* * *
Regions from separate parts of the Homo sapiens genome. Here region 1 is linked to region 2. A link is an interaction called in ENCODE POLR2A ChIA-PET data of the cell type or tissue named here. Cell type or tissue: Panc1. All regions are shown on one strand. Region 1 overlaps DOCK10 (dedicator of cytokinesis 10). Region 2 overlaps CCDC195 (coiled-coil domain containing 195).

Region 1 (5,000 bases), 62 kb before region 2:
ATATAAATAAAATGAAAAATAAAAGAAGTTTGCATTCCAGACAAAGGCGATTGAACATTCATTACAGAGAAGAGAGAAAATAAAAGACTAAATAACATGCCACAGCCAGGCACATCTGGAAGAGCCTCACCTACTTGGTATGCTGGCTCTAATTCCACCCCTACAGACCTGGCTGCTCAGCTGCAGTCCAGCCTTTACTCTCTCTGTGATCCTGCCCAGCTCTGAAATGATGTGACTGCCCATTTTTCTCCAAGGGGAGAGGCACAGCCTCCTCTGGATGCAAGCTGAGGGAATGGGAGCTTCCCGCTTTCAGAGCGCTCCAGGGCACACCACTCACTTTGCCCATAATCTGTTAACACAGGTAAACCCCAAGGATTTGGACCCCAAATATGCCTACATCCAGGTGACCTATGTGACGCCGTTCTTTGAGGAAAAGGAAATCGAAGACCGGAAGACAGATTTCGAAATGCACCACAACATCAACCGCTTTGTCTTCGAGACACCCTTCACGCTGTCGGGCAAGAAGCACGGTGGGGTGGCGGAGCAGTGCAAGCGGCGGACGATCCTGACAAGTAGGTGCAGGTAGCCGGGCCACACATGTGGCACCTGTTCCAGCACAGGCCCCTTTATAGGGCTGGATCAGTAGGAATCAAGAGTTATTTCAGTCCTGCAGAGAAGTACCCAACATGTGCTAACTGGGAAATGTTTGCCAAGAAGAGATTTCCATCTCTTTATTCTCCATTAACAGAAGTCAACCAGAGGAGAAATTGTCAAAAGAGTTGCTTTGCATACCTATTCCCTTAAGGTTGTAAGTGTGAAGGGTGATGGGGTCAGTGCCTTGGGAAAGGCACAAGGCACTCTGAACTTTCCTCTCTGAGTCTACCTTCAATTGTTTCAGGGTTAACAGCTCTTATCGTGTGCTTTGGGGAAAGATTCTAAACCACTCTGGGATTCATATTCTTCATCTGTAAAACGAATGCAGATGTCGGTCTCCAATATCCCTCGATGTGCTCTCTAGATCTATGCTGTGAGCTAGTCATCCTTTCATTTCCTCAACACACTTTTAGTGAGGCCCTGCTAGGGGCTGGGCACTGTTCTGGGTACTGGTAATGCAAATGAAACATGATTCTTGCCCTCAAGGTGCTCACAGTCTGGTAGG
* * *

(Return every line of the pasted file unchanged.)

Regions from separate parts of the Homo sapiens genome. Here region 1 is linked to region 2. A link is an interaction called in ENCODE POLR2A ChIA-PET data of the cell type or tissue named here. Cell type or tissue: Panc1. All regions are shown on one strand. Region 1 overlaps DOCK10 (dedicator of cytokinesis 10). Region 2 overlaps CCDC195 (coiled-coil domain containing 195).

Region 1 (5,000 bases), 62 kb before region 2:
ATATAAATAAAATGAAAAATAAAAGAAGTTTGCATTCCAGACAAAGGCGATTGAACATTCATTACAGAGAAGAGAGAAAATAAAAGACTAAATAACATGCCACAGCCAGGCACATCTGGAAGAGCCTCACCTACTTGGTATGCTGGCTCTAATTCCACCCCTACAGACCTGGCTGCTCAGCTGCAGTCCAGCCTTTACTCTCTCTGTGATCCTGCCCAGCTCTGAAATGATGTGACTGCCCATTTTTCTCCAAGGGGAGAGGCACAGCCTCCTCTGGATGCAAGCTGAGGGAATGGGAGCTTCCCGCTTTCAGAGCGCTCCAGGGCACACCACTCACTTTGCCCATAATCTGTTAACACAGGTAAACCCCAAGGATTTGGACCCCAAATATGCCTACATCCAGGTGACCTATGTGACGCCGTTCTTTGAGGAAAAGGAAATCGAAGACCGGAAGACAGATTTCGAAATGCACCACAACATCAACCGCTTTGTCTTCGAGACACCCTTCACGCTGTCGGGCAAGAAGCACGGTGGGGTGGCGGAGCAGTGCAAGCGGCGGACGATCCTGACAAGTAGGTGCAGGTAGCCGGGCCACACATGTGGCACCTGTTCCAGCACAGGCCCCTTTATAGGGCTGGATCAGTAGGAATCAAGAGTTATTTCAGTCCTGCAGAGAAGTACCCAACATGTGCTAACTGGGAAATGTTTGCCAAGAAGAGATTTCCATCTCTTTATTCTCCATTAACAGAAGTCAACCAGAGGAGAAATTGTCAAAAGAGTTGCTTTGCATACCTATTCCCTTAAGGTTGTAAGTGTGAAGGGTGATGGGGTCAGTGCCTTGGGAAAGGCACAAGGCACTCTGAACTTTCCTCTCTGAGTCTACCTTCAATTGTTTCAGGGTTAACAGCTCTTATCGTGTGCTTTGGGGAAAGATTCTAAACCACTCTGGGATTCATATTCTTCATCTGTAAAACGAATGCAGATGTCGGTCTCCAATATCCCTCGATGTGCTCTCTAGATCTATGCTGTGAGCTAGTCATCCTTTCATTTCCTCAACACACTTTTAGTGAGGCCCTGCTAGGGGCTGGGCACTGTTCTGGGTACTGGTAATGCAAATGAAACATGATTCTTGCCCTCAAGGTGCTCACAGTCTGGTAGG